of alcoholism as a disease. That is reflected even in their sign language which, she says, lacks signs for words such as "addiction" and "alcoholism." "The deaf use words such as 'hooked' or 'drunk;' or would say "drink, drink, drink," all of which have very moral cannotation Treatment and Services Availability "If you look at the delivery systems and the intervention systems that are available, it would have to be only a minuscule part of one percent," said Dr. Austin. Dr. Boros said that the deaf people with drug or alcohol problems "tend to die as alcoholic ... they don't get help. They don't get help, at least in part, because the agencies don't respond to them. The inability to communicate with hearing impaired accounts for a large part of the poor response. There are few substance abuse professionals or doctors who are proficient in sign language. Cultural Considerations Even with the communication barrier overcome, the cultural (lifestyle) and psychosocial components of a hearing impaired lifestyle must be understood and appreciated. Issues that need to be taken into consideration include whether the client was brought up in a deaf home or a hearing home, and whether his/her first language was English or ASL (American Sign Language). Also, was the client educated in a deaf residential school, or mainstreamed into public schools? 2 01-02476 Dr. Boros said, "Deaf people represent so many different backgrounds and levels of communication. Researchers lump them all together and call them deaf -- but their backgrounds are all really quite different." He said that prevention efforts are staring in the schools with the young deaf population, because of the difficulty in reaching the deaf adults population with substance abuse problems. Part of the problem in reaching the adult deaf is that those who have substance abuse problems "are invariably from outside of the deaf community." He explained that the deaf community refers to those deaf who work and socialize together. Those who do not mix with the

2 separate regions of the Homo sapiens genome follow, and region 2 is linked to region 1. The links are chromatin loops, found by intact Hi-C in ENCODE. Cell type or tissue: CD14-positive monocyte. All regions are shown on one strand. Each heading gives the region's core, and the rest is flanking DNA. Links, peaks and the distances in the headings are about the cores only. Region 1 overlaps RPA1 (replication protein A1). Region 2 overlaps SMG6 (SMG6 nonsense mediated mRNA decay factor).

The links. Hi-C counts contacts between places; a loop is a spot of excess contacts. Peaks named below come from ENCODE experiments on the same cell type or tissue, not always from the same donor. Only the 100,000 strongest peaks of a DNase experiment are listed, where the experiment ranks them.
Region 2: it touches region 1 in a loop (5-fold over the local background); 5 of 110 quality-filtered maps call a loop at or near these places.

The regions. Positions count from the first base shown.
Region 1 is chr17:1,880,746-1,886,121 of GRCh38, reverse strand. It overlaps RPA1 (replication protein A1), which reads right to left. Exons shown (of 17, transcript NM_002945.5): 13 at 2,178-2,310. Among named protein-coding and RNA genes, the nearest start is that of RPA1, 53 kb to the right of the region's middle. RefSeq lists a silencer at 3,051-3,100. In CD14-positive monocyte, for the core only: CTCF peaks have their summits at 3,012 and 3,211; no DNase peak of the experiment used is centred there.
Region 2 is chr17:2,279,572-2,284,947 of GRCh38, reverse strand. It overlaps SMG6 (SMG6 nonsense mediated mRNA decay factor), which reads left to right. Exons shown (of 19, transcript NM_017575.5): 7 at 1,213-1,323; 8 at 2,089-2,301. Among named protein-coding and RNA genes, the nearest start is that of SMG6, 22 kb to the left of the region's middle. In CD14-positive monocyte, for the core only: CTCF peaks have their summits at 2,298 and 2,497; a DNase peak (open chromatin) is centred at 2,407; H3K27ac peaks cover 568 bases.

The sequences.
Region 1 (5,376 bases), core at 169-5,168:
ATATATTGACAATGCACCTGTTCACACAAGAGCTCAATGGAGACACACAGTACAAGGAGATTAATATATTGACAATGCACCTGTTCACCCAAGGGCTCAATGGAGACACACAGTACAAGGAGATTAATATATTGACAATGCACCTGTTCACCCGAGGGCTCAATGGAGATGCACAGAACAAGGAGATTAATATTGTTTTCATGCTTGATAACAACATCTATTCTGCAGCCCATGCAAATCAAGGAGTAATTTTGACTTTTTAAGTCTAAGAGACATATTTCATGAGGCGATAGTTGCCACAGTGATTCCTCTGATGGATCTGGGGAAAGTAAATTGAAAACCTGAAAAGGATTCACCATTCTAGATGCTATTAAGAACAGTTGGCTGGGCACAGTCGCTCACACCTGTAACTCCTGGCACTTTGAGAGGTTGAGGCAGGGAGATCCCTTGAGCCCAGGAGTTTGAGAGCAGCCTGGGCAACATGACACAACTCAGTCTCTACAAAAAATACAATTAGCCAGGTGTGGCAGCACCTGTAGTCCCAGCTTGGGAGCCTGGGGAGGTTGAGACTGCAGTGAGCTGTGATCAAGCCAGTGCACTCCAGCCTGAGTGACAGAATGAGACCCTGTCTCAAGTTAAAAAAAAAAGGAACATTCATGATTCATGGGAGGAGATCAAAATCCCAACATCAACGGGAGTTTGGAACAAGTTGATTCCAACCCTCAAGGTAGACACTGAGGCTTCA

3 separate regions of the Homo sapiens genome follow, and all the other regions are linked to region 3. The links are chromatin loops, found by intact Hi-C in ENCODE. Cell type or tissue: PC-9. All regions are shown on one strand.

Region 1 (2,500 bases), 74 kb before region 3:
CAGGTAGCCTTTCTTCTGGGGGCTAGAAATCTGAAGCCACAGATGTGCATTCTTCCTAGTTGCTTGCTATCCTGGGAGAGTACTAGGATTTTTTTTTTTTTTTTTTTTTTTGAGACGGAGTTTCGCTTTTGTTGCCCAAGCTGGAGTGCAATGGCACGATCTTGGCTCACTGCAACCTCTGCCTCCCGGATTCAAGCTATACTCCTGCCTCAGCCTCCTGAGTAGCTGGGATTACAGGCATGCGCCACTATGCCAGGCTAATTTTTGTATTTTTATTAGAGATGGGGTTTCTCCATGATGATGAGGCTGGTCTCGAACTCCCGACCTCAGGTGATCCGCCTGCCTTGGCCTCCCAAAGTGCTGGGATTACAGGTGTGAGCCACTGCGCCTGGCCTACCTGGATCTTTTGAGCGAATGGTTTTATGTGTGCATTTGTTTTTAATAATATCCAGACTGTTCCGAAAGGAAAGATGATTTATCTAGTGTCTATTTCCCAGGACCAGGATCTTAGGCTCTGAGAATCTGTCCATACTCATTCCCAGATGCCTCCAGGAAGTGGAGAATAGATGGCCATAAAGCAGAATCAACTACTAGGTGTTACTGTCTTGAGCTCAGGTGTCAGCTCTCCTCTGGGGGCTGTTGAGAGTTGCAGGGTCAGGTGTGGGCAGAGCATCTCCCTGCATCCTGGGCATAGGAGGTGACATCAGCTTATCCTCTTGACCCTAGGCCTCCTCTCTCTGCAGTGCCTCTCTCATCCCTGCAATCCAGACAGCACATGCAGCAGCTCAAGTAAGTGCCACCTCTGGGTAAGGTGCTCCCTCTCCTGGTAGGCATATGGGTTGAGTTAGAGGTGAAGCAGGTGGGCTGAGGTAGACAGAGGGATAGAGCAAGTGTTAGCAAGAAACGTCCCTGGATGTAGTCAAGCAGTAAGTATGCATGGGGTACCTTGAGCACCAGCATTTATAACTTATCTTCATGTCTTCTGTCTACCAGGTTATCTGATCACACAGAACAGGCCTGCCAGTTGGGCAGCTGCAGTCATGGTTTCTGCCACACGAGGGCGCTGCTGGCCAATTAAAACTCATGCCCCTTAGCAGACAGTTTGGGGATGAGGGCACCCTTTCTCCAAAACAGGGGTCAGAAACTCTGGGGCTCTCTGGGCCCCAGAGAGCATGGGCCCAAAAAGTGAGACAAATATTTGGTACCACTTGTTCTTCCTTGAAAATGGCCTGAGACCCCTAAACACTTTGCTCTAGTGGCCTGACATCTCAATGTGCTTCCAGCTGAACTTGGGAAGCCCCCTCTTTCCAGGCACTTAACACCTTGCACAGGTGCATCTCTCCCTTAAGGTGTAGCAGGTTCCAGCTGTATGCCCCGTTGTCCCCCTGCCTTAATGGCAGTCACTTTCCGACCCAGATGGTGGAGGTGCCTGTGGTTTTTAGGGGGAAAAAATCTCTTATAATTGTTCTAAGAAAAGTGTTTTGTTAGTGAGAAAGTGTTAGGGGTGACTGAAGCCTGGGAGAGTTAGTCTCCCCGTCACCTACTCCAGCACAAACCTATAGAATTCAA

deaf community are referred to as the deaf population. "About 5% of our deaf alcoholic clients come from the deaf community, and about 95% come from the deaf population," he said. He added that because those in the deaf population cannot be reached through the deaf organizations, yet also cannot be reached through media efforts, we are starting prevention with today's population-because we can't reach the adults." Wentzel emphasizes further that there needs to be an awareness in the professional community that, for the most part, deaf individuals d not have medical insurance, and therefore do not have the option of paid inpatient care. Even if there were more of these treatment programs available for the deaf, paying for treatment is difficult due to the number of hearing impaired unemployed and under-employed. She said that recovering deaf and hearing impaired individuals must be encouraged to "band together and to go into the field of alcoholism counseling. The field is void of hearing impaired people who are skilled and have an understanding of drug and alcohol problems With s sigh she added, "One in 1,000 will get help for their problems. For every one of the deaf persons in my group on Monday nights, I swear there are 1,000 others out there who are not in treatment." Susan Thanepohn; U.S.Journal